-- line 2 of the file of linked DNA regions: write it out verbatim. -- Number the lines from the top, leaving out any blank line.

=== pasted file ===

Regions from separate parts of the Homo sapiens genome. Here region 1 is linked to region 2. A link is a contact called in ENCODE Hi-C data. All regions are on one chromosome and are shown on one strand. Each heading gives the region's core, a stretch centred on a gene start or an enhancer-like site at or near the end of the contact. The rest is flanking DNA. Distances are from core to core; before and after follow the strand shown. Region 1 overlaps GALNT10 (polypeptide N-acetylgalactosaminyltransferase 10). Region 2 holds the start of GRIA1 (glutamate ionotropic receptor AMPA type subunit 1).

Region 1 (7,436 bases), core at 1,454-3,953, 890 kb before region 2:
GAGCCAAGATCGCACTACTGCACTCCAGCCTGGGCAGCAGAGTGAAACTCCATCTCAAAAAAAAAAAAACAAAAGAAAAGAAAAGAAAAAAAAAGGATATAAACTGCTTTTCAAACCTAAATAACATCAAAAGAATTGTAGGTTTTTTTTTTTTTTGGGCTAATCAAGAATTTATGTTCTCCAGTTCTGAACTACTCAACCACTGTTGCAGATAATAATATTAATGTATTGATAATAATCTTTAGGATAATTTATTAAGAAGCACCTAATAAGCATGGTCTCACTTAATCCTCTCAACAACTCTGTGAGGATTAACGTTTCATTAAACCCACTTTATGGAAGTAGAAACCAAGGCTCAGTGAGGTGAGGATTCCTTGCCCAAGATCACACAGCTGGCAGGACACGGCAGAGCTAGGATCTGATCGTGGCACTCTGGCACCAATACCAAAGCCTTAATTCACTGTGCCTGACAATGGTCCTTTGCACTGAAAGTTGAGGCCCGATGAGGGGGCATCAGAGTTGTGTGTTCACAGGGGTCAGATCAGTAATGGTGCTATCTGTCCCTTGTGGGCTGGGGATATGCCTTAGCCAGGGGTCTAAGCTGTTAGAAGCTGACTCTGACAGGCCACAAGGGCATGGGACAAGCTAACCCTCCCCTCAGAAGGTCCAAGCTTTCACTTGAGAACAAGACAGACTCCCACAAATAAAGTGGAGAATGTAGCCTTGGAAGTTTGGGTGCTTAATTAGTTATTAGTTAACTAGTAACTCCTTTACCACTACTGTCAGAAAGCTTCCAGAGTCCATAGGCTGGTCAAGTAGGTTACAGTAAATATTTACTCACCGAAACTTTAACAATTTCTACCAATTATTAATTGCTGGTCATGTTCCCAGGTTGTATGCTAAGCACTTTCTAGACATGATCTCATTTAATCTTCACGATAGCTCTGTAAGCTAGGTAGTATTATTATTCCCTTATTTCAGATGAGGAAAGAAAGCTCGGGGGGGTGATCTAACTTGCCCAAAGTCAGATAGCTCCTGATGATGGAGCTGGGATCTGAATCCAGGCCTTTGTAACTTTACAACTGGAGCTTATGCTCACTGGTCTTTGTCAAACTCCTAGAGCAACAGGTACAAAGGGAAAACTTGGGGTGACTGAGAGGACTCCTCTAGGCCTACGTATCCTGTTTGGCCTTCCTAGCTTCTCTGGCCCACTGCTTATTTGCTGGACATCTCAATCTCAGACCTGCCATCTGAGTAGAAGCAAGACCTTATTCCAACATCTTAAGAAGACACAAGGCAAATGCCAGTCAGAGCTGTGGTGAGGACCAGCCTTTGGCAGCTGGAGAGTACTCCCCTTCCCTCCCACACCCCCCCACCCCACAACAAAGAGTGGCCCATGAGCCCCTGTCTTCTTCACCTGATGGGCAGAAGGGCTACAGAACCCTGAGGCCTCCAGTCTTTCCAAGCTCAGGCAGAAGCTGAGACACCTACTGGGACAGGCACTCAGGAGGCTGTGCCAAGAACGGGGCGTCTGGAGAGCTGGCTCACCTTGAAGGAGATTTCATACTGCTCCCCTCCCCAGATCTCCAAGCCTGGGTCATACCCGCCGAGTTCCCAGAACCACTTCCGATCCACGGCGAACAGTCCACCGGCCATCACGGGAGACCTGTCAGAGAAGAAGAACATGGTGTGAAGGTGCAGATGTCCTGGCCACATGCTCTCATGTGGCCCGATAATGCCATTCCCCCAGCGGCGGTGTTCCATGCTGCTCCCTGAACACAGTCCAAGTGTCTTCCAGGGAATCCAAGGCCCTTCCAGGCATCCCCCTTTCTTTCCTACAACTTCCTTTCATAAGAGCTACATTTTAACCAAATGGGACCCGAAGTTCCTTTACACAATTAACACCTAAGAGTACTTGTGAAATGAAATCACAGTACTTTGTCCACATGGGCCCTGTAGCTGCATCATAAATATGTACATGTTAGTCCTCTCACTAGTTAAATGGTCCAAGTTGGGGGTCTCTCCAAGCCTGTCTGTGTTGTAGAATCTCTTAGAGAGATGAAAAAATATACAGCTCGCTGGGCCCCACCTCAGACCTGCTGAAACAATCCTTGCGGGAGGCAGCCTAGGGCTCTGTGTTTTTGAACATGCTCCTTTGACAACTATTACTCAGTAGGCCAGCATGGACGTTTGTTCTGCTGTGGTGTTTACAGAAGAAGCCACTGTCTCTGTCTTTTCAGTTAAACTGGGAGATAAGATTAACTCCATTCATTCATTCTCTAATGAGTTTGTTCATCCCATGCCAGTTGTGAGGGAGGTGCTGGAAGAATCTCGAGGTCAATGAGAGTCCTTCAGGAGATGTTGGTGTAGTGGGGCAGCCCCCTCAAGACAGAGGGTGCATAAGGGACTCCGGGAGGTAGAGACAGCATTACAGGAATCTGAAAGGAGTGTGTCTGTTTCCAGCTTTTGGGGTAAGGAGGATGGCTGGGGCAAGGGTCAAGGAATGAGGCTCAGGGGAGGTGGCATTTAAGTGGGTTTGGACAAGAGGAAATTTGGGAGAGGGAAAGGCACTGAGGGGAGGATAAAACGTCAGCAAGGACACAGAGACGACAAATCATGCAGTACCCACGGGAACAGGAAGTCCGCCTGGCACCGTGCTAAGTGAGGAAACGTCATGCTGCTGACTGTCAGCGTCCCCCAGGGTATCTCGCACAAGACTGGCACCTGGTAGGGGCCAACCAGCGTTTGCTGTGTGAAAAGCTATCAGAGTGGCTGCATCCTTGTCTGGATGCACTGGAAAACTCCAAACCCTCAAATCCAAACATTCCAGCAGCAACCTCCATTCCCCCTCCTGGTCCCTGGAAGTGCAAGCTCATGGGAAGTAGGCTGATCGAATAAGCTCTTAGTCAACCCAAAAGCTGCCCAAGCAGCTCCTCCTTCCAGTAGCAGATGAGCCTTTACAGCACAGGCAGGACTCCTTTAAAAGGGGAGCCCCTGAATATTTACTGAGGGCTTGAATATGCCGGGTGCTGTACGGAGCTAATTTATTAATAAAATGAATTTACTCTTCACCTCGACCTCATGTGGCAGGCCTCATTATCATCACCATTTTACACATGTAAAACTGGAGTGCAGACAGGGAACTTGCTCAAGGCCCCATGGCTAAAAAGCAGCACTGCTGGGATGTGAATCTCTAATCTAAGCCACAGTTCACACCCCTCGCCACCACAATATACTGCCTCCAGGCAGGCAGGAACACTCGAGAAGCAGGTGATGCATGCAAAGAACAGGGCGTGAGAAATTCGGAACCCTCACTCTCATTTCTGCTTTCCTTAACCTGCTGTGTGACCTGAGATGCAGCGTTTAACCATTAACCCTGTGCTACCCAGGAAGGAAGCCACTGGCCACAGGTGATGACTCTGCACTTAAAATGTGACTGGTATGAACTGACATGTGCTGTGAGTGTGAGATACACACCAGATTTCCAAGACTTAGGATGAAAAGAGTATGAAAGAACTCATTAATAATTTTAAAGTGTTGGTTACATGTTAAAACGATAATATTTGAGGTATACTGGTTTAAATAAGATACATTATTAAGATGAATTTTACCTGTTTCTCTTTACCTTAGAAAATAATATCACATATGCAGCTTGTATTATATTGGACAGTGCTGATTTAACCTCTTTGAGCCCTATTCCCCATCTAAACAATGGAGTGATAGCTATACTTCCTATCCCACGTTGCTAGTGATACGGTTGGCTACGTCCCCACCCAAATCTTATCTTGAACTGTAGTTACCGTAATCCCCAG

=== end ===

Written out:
Region 1 (7,436 bases), core at 1,454-3,953, 890 kb before region 2: